Sociology Chapter 7
Durkheim's term for the loss of direction felt in a society when social control of individual behavior has become ineffective.
Anomie Theory of Deviance
Robert Merton's theory of deviance as an adaption of socially prescribed goals or of the means governing their attainment.
Going along with peers--individuals of our own status who have no special right to direct our behavior.
A view of conformity and deviance that suggest that our connection to members of society leads us to systematically conform to society's norms.
A violation of criminal law for which some governmental authority applies formal penalties.
A school of criminology that argues that criminal behavior is learned through social interactions.
Behavior that violates the standards of conduct or expectations of a group or society.
A theory of deviance that holds that violation of rules results from exposure to attitudes favorable to criminal acts.
Differences in the way social control is exercised over different groups.
Formal Social Control
Social control that is carried out by authorized agents, such as police officers, judges, school administrators, and employers.
A criminal offense committed because of the offender's bias against a race, religion, ethnic group, national origin, or sexual orientation. Also reffered to as bias crime.
The eight types of crime tabulated each year by the FBI in the Uniform Crime Reports: murder, rape, robbery, assault, burglary, theft, motor vehicle theft, and arson.
Informal Social Control
Social control that is carried out casually by ordinary people through such means as laughter, smiles, and ridicule.
An approach to deviance that attempts to explain why certain people are viewed as deviants while others engaged in the same behavior are not.
Governmental social control.
Compliance with higher authorities in a hierarchical structure.
The work of a group that regulates relations among criminal enterprises involved in illegal activities, including prostitution, gambling, and the smuggling and sale of illegal drugs.
A person who pursues crime as a day-to-day occupation, developing skilled techniques and enjoying a certain degree of status among other criminals.
A penalty or reward for conduct concerning a social norm.
Social Disorganization Theory
The theory that crime and deviance are caused by the absence or breakdown of communal relationships and social institutions.
Social Constructionist Perspective
An approach to deviance that emphasizes the role of culture in the creation of the deviant identity.
The techniques and strategies for preventing deviant human behavior in any society.
Another name for labeling theory.
A label used to devalue members of certain social groups.
Crime that occurs across multiple national borders.
A term used by sociologists to describe the willing exchange among adults of widely desired but illegal goods and services.
A questionnaire or interview given to a sample of the population to determine whether people have been victims of crime.
Illegal acts committed by affluent, "respectable" individuals in the course of business activities.
Society brings about acceptance of basic norms through techniques and strategies for preventing deviant behavior. This process is termed:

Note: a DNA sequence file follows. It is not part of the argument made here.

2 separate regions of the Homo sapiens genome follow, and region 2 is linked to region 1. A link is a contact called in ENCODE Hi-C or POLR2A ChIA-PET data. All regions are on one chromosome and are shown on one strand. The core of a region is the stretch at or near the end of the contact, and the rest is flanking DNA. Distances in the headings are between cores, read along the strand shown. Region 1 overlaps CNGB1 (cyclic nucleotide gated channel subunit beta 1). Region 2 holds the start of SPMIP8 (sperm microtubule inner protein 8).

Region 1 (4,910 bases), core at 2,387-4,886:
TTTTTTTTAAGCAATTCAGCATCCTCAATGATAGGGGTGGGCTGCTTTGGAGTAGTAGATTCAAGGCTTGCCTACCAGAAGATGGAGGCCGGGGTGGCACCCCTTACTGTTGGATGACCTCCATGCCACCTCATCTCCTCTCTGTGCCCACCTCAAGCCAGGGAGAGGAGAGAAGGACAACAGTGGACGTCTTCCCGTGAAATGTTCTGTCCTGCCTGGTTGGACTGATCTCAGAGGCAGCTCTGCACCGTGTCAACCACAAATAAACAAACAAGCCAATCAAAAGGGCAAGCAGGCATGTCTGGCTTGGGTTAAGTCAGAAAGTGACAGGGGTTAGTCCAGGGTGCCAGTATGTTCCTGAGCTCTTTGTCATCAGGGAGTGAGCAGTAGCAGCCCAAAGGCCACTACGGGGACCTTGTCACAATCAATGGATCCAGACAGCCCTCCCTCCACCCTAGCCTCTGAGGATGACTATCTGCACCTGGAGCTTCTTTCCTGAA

Which sociological perspective argues that people must respect social norms if any group or society is to survive:
Stanley Milgram used the word conformity to mean:
Going along with peers
Which sociological theory suggests that our connection to members of cavity leads us to conform systematically to society's norms:
Which of the following statements is true of deviance:
Deviance is behavior that violates the standards of conduct or expectations of a group or society
Which sociologist illustrated the boundary-maintenance function of deviance in his study of Puritans in 17th-century New England:
Which one go the following is not one of the basic forms of adaption specified in Robert Merton's anomie theory of deviance:
Which sociologist first advanced the idea that an individual undergoes the same basic socialization process whether learning conforming or deviant acts:
Which of the following theories contends that criminal victimization increases when communal relationships and social institutions break down:
Social disorganization theory
Which of the following conducted observation research on two groups of high school males (the Saints and the Roughnecks) and concluded that social class played an important role in the varying fortunes of the two groups:
If we fail to respect and obey social norms, we may face punishment through informal or formal :
Police officers, judges, administrators, employers, military officers, and managers of movie theaters are all instruments of what kind of social control:
Some norms are considered so important by a society that they are formalized into controlling people's behavior. They are called:
The primary source of conformity and obedience, including obedience to law:
Is a state of formlessness that typically occurs during a period of profound social chance and disorder, such as a time of economic collapse:
Labeling theory is also called the approach:
What kind of theorists view standards of defiant behavior as merely reflecting cultural norms, whereas conflict and labeling theorists point out that the most powerful groups in a society can shape laws and standards and determine who is (or is not) prosecuted as a criminal:
Feminists contend that prostitution and some forms of pornography are not
Daniel Bell used the term to describe the process during which leadership of organized crime was transferred from Irish Americans to Jewish Americans and later to Italian Americans and others:
Consumer fraud, briber, and income tax evasion are considered this kind of crime.